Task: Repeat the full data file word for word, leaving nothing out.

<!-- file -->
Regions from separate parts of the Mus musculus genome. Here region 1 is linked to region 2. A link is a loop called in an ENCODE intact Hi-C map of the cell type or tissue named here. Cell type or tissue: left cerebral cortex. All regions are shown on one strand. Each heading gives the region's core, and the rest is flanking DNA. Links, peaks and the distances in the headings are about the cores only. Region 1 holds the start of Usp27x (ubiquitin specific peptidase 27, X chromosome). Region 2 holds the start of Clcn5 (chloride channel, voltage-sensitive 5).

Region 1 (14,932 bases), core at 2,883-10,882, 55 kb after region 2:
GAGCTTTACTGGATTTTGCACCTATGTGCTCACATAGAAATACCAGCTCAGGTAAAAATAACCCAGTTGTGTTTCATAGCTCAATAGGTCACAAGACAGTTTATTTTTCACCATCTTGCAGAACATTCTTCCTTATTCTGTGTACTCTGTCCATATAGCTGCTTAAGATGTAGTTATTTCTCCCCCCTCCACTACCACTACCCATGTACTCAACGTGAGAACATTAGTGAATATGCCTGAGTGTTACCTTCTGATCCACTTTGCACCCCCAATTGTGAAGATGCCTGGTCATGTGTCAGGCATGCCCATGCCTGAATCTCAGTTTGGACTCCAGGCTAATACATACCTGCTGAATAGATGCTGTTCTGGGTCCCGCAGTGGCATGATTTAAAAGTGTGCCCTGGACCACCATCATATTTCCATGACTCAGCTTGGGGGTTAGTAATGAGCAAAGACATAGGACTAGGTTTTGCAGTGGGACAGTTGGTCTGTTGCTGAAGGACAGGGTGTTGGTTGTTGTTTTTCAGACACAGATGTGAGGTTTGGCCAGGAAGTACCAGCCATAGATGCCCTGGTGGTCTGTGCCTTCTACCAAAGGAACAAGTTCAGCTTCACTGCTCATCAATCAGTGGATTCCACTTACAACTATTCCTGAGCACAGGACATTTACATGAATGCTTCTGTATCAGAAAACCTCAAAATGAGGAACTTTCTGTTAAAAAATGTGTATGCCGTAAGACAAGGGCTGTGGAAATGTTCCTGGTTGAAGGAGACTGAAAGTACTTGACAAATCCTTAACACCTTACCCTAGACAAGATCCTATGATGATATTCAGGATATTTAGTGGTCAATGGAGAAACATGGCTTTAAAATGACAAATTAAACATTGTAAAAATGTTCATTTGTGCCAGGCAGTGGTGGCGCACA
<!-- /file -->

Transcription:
Regions from separate parts of the Mus musculus genome. Here region 1 is linked to region 2. A link is a loop called in an ENCODE intact Hi-C map of the cell type or tissue named here. Cell type or tissue: left cerebral cortex. All regions are shown on one strand. Each heading gives the region's core, and the rest is flanking DNA. Links, peaks and the distances in the headings are about the cores only. Region 1 holds the start of Usp27x (ubiquitin specific peptidase 27, X chromosome). Region 2 holds the start of Clcn5 (chloride channel, voltage-sensitive 5).

Region 1 (14,932 bases), core at 2,883-10,882, 55 kb after region 2:
GAGCTTTACTGGATTTTGCACCTATGTGCTCACATAGAAATACCAGCTCAGGTAAAAATAACCCAGTTGTGTTTCATAGCTCAATAGGTCACAAGACAGTTTATTTTTCACCATCTTGCAGAACATTCTTCCTTATTCTGTGTACTCTGTCCATATAGCTGCTTAAGATGTAGTTATTTCTCCCCCCTCCACTACCACTACCCATGTACTCAACGTGAGAACATTAGTGAATATGCCTGAGTGTTACCTTCTGATCCACTTTGCACCCCCAATTGTGAAGATGCCTGGTCATGTGTCAGGCATGCCCATGCCTGAATCTCAGTTTGGACTCCAGGCTAATACATACCTGCTGAATAGATGCTGTTCTGGGTCCCGCAGTGGCATGATTTAAAAGTGTGCCCTGGACCACCATCATATTTCCATGACTCAGCTTGGGGGTTAGTAATGAGCAAAGACATAGGACTAGGTTTTGCAGTGGGACAGTTGGTCTGTTGCTGAAGGACAGGGTGTTGGTTGTTGTTTTTCAGACACAGATGTGAGGTTTGGCCAGGAAGTACCAGCCATAGATGCCCTGGTGGTCTGTGCCTTCTACCAAAGGAACAAGTTCAGCTTCACTGCTCATCAATCAGTGGATTCCACTTACAACTATTCCTGAGCACAGGACATTTACATGAATGCTTCTGTATCAGAAAACCTCAAAATGAGGAACTTTCTGTTAAAAAATGTGTATGCCGTAAGACAAGGGCTGTGGAAATGTTCCTGGTTGAAGGAGACTGAAAGTACTTGACAAATCCTTAACACCTTACCCTAGACAAGATCCTATGATGATATTCAGGATATTTAGTGGTCAATGGAGAAACATGGCTTTAAAATGACAAATTAAACATTGTAAAAATGTTCATTTGTGCCAGGCAGTGGTGGCGCACA